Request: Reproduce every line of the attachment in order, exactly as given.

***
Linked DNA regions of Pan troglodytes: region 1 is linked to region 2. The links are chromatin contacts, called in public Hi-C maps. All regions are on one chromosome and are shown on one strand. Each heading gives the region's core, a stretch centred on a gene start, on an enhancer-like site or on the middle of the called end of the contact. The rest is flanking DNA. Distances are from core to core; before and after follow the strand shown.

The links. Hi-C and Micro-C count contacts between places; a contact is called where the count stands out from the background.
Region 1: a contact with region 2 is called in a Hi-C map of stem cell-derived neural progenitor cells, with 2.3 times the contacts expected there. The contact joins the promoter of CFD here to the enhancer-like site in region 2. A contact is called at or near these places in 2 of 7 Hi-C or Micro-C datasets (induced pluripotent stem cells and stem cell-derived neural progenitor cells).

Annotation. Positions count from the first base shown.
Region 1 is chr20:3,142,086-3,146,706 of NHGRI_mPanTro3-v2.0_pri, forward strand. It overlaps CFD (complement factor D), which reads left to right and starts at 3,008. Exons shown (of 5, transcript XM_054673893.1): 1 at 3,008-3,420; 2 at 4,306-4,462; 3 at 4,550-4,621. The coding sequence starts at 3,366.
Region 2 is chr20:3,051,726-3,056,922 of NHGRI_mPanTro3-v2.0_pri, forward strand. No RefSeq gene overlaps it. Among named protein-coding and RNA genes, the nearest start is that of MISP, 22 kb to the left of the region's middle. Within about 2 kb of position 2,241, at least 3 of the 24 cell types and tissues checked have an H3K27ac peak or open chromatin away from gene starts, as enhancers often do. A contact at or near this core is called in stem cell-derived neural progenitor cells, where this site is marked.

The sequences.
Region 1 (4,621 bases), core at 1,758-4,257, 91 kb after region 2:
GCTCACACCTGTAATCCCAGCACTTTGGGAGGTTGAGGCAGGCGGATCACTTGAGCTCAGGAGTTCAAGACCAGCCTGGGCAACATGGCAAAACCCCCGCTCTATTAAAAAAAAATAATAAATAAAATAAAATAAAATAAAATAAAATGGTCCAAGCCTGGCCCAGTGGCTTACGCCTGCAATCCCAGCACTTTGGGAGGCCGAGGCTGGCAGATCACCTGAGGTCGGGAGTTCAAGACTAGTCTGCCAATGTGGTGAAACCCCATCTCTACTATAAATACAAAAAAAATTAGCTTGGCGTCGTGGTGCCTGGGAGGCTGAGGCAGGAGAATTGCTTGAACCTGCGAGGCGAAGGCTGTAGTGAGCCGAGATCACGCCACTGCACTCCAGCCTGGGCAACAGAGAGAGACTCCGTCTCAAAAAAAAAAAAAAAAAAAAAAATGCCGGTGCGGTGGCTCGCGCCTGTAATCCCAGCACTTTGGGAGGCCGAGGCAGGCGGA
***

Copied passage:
Linked DNA regions of Pan troglodytes: region 1 is linked to region 2. The links are chromatin contacts, called in public Hi-C maps. All regions are on one chromosome and are shown on one strand. Each heading gives the region's core, a stretch centred on a gene start, on an enhancer-like site or on the middle of the called end of the contact. The rest is flanking DNA. Distances are from core to core; before and after follow the strand shown.

The links. Hi-C and Micro-C count contacts between places; a contact is called where the count stands out from the background.
Region 1: a contact with region 2 is called in a Hi-C map of stem cell-derived neural progenitor cells, with 2.3 times the contacts expected there. The contact joins the promoter of CFD here to the enhancer-like site in region 2. A contact is called at or near these places in 2 of 7 Hi-C or Micro-C datasets (induced pluripotent stem cells and stem cell-derived neural progenitor cells).

Annotation. Positions count from the first base shown.
Region 1 is chr20:3,142,086-3,146,706 of NHGRI_mPanTro3-v2.0_pri, forward strand. It overlaps CFD (complement factor D), which reads left to right and starts at 3,008. Exons shown (of 5, transcript XM_054673893.1): 1 at 3,008-3,420; 2 at 4,306-4,462; 3 at 4,550-4,621. The coding sequence starts at 3,366.
Region 2 is chr20:3,051,726-3,056,922 of NHGRI_mPanTro3-v2.0_pri, forward strand. No RefSeq gene overlaps it. Among named protein-coding and RNA genes, the nearest start is that of MISP, 22 kb to the left of the region's middle. Within about 2 kb of position 2,241, at least 3 of the 24 cell types and tissues checked have an H3K27ac peak or open chromatin away from gene starts, as enhancers often do. A contact at or near this core is called in stem cell-derived neural progenitor cells, where this site is marked.

The sequences.
Region 1 (4,621 bases), core at 1,758-4,257, 91 kb after region 2:
GCTCACACCTGTAATCCCAGCACTTTGGGAGGTTGAGGCAGGCGGATCACTTGAGCTCAGGAGTTCAAGACCAGCCTGGGCAACATGGCAAAACCCCCGCTCTATTAAAAAAAAATAATAAATAAAATAAAATAAAATAAAATAAAATGGTCCAAGCCTGGCCCAGTGGCTTACGCCTGCAATCCCAGCACTTTGGGAGGCCGAGGCTGGCAGATCACCTGAGGTCGGGAGTTCAAGACTAGTCTGCCAATGTGGTGAAACCCCATCTCTACTATAAATACAAAAAAAATTAGCTTGGCGTCGTGGTGCCTGGGAGGCTGAGGCAGGAGAATTGCTTGAACCTGCGAGGCGAAGGCTGTAGTGAGCCGAGATCACGCCACTGCACTCCAGCCTGGGCAACAGAGAGAGACTCCGTCTCAAAAAAAAAAAAAAAAAAAAAAATGCCGGTGCGGTGGCTCGCGCCTGTAATCCCAGCACTTTGGGAGGCCGAGGCAGGCGGA